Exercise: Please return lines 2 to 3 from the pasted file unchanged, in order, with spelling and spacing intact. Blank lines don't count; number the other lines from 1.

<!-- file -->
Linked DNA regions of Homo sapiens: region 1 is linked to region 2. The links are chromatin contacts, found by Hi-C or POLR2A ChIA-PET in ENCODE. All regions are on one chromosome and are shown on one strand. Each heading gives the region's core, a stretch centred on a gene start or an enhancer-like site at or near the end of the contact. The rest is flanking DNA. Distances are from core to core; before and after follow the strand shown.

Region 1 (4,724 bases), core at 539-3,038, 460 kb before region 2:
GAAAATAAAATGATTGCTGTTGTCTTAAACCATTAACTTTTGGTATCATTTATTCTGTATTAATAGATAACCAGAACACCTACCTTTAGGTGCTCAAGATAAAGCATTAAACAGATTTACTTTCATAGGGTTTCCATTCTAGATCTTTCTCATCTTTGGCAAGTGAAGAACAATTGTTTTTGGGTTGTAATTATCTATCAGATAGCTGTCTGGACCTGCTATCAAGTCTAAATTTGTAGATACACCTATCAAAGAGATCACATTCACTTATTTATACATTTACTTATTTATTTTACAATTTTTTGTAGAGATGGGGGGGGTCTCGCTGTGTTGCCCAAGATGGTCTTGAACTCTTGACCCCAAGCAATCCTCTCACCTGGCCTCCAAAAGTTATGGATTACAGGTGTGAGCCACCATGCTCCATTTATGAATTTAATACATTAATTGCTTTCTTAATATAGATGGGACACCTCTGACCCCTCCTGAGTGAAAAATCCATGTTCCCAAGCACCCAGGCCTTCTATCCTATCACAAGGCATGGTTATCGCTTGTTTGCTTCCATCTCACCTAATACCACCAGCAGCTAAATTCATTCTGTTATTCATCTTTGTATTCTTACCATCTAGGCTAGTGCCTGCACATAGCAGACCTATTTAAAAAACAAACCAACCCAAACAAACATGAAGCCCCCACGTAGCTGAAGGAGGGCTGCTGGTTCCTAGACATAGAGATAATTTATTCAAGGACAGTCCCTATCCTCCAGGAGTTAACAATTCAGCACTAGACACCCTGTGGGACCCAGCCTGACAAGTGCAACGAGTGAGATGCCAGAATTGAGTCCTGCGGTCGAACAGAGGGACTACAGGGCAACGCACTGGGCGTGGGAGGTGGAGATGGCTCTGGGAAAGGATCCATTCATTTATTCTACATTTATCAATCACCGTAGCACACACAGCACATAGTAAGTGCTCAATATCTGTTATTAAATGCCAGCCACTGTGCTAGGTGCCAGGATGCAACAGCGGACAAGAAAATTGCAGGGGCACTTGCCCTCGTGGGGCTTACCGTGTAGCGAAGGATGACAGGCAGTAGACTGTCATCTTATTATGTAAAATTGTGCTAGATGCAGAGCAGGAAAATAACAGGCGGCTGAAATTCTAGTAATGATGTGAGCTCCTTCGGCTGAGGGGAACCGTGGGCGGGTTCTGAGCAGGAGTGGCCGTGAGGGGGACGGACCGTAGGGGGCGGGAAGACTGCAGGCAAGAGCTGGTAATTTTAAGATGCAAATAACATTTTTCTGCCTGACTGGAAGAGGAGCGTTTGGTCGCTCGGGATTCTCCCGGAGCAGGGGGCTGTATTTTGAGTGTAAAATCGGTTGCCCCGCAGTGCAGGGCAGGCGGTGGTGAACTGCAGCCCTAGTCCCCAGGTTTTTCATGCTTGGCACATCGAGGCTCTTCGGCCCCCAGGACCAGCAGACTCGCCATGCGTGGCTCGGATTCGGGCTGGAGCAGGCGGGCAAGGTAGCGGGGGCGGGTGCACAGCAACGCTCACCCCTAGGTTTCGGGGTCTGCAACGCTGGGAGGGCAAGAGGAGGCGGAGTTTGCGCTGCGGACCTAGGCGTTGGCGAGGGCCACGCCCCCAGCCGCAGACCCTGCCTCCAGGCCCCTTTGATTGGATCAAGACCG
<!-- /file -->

Region 1 (4,724 bases), core at 539-3,038, 460 kb before region 2:
GAAAATAAAATGATTGCTGTTGTCTTAAACCATTAACTTTTGGTATCATTTATTCTGTATTAATAGATAACCAGAACACCTACCTTTAGGTGCTCAAGATAAAGCATTAAACAGATTTACTTTCATAGGGTTTCCATTCTAGATCTTTCTCATCTTTGGCAAGTGAAGAACAATTGTTTTTGGGTTGTAATTATCTATCAGATAGCTGTCTGGACCTGCTATCAAGTCTAAATTTGTAGATACACCTATCAAAGAGATCACATTCACTTATTTATACATTTACTTATTTATTTTACAATTTTTTGTAGAGATGGGGGGGGTCTCGCTGTGTTGCCCAAGATGGTCTTGAACTCTTGACCCCAAGCAATCCTCTCACCTGGCCTCCAAAAGTTATGGATTACAGGTGTGAGCCACCATGCTCCATTTATGAATTTAATACATTAATTGCTTTCTTAATATAGATGGGACACCTCTGACCCCTCCTGAGTGAAAAATCCATGTTCCCAAGCACCCAGGCCTTCTATCCTATCACAAGGCATGGTTATCGCTTGTTTGCTTCCATCTCACCTAATACCACCAGCAGCTAAATTCATTCTGTTATTCATCTTTGTATTCTTACCATCTAGGCTAGTGCCTGCACATAGCAGACCTATTTAAAAAACAAACCAACCCAAACAAACATGAAGCCCCCACGTAGCTGAAGGAGGGCTGCTGGTTCCTAGACATAGAGATAATTTATTCAAGGACAGTCCCTATCCTCCAGGAGTTAACAATTCAGCACTAGACACCCTGTGGGACCCAGCCTGACAAGTGCAACGAGTGAGATGCCAGAATTGAGTCCTGCGGTCGAACAGAGGGACTACAGGGCAACGCACTGGGCGTGGGAGGTGGAGATGGCTCTGGGAAAGGATCCATTCATTTATTCTACATTTATCAATCACCGTAGCACACACAGCACATAGTAAGTGCTCAATATCTGTTATTAAATGCCAGCCACTGTGCTAGGTGCCAGGATGCAACAGCGGACAAGAAAATTGCAGGGGCACTTGCCCTCGTGGGGCTTACCGTGTAGCGAAGGATGACAGGCAGTAGACTGTCATCTTATTATGTAAAATTGTGCTAGATGCAGAGCAGGAAAATAACAGGCGGCTGAAATTCTAGTAATGATGTGAGCTCCTTCGGCTGAGGGGAACCGTGGGCGGGTTCTGAGCAGGAGTGGCCGTGAGGGGGACGGACCGTAGGGGGCGGGAAGACTGCAGGCAAGAGCTGGTAATTTTAAGATGCAAATAACATTTTTCTGCCTGACTGGAAGAGGAGCGTTTGGTCGCTCGGGATTCTCCCGGAGCAGGGGGCTGTATTTTGAGTGTAAAATCGGTTGCCCCGCAGTGCAGGGCAGGCGGTGGTGAACTGCAGCCCTAGTCCCCAGGTTTTTCATGCTTGGCACATCGAGGCTCTTCGGCCCCCAGGACCAGCAGACTCGCCATGCGTGGCTCGGATTCGGGCTGGAGCAGGCGGGCAAGGTAGCGGGGGCGGGTGCACAGCAACGCTCACCCCTAGGTTTCGGGGTCTGCAACGCTGGGAGGGCAAGAGGAGGCGGAGTTTGCGCTGCGGACCTAGGCGTTGGCGAGGGCCACGCCCCCAGCCGCAGACCCTGCCTCCAGGCCCCTTTGATTGGATCAAGACCG